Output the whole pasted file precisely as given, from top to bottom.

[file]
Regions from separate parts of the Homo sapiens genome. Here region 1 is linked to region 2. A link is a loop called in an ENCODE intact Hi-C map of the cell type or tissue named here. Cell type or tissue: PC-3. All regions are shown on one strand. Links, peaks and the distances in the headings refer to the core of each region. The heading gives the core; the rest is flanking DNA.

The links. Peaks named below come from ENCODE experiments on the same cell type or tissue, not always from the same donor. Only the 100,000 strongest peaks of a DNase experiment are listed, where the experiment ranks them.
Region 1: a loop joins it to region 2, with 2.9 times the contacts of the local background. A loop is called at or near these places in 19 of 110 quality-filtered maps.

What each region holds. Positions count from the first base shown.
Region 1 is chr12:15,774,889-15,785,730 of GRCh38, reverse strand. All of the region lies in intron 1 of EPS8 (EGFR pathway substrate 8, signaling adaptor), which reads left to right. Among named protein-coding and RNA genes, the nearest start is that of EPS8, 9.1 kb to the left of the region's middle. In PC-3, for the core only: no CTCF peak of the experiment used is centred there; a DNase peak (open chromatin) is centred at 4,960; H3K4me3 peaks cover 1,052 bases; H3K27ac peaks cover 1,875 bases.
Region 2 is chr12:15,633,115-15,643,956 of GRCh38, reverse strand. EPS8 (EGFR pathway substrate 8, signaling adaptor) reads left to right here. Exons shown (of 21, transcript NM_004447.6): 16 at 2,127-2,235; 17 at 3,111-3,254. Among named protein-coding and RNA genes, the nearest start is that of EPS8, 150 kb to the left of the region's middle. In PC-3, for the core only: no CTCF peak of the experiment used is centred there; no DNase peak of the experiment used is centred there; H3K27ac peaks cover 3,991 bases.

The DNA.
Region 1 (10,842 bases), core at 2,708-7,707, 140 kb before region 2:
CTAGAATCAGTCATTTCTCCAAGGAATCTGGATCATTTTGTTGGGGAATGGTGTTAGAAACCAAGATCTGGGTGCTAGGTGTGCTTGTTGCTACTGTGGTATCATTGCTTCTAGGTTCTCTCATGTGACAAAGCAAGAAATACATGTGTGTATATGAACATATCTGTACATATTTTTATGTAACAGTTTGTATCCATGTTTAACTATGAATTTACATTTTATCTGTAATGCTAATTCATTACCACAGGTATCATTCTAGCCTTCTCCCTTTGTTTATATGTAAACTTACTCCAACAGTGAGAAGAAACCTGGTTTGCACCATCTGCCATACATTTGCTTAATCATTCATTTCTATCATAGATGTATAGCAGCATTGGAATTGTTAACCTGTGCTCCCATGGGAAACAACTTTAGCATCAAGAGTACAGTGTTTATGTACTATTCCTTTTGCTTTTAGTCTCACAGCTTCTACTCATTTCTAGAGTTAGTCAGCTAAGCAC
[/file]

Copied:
Regions from separate parts of the Homo sapiens genome. Here region 1 is linked to region 2. A link is a loop called in an ENCODE intact Hi-C map of the cell type or tissue named here. Cell type or tissue: PC-3. All regions are shown on one strand. Links, peaks and the distances in the headings refer to the core of each region. The heading gives the core; the rest is flanking DNA.

The links. Peaks named below come from ENCODE experiments on the same cell type or tissue, not always from the same donor. Only the 100,000 strongest peaks of a DNase experiment are listed, where the experiment ranks them.
Region 1: a loop joins it to region 2, with 2.9 times the contacts of the local background. A loop is called at or near these places in 19 of 110 quality-filtered maps.

What each region holds. Positions count from the first base shown.
Region 1 is chr12:15,774,889-15,785,730 of GRCh38, reverse strand. All of the region lies in intron 1 of EPS8 (EGFR pathway substrate 8, signaling adaptor), which reads left to right. Among named protein-coding and RNA genes, the nearest start is that of EPS8, 9.1 kb to the left of the region's middle. In PC-3, for the core only: no CTCF peak of the experiment used is centred there; a DNase peak (open chromatin) is centred at 4,960; H3K4me3 peaks cover 1,052 bases; H3K27ac peaks cover 1,875 bases.
Region 2 is chr12:15,633,115-15,643,956 of GRCh38, reverse strand. EPS8 (EGFR pathway substrate 8, signaling adaptor) reads left to right here. Exons shown (of 21, transcript NM_004447.6): 16 at 2,127-2,235; 17 at 3,111-3,254. Among named protein-coding and RNA genes, the nearest start is that of EPS8, 150 kb to the left of the region's middle. In PC-3, for the core only: no CTCF peak of the experiment used is centred there; no DNase peak of the experiment used is centred there; H3K27ac peaks cover 3,991 bases.

The DNA.
Region 1 (10,842 bases), core at 2,708-7,707, 140 kb before region 2:
CTAGAATCAGTCATTTCTCCAAGGAATCTGGATCATTTTGTTGGGGAATGGTGTTAGAAACCAAGATCTGGGTGCTAGGTGTGCTTGTTGCTACTGTGGTATCATTGCTTCTAGGTTCTCTCATGTGACAAAGCAAGAAATACATGTGTGTATATGAACATATCTGTACATATTTTTATGTAACAGTTTGTATCCATGTTTAACTATGAATTTACATTTTATCTGTAATGCTAATTCATTACCACAGGTATCATTCTAGCCTTCTCCCTTTGTTTATATGTAAACTTACTCCAACAGTGAGAAGAAACCTGGTTTGCACCATCTGCCATACATTTGCTTAATCATTCATTTCTATCATAGATGTATAGCAGCATTGGAATTGTTAACCTGTGCTCCCATGGGAAACAACTTTAGCATCAAGAGTACAGTGTTTATGTACTATTCCTTTTGCTTTTAGTCTCACAGCTTCTACTCATTTCTAGAGTTAGTCAGCTAAGCAC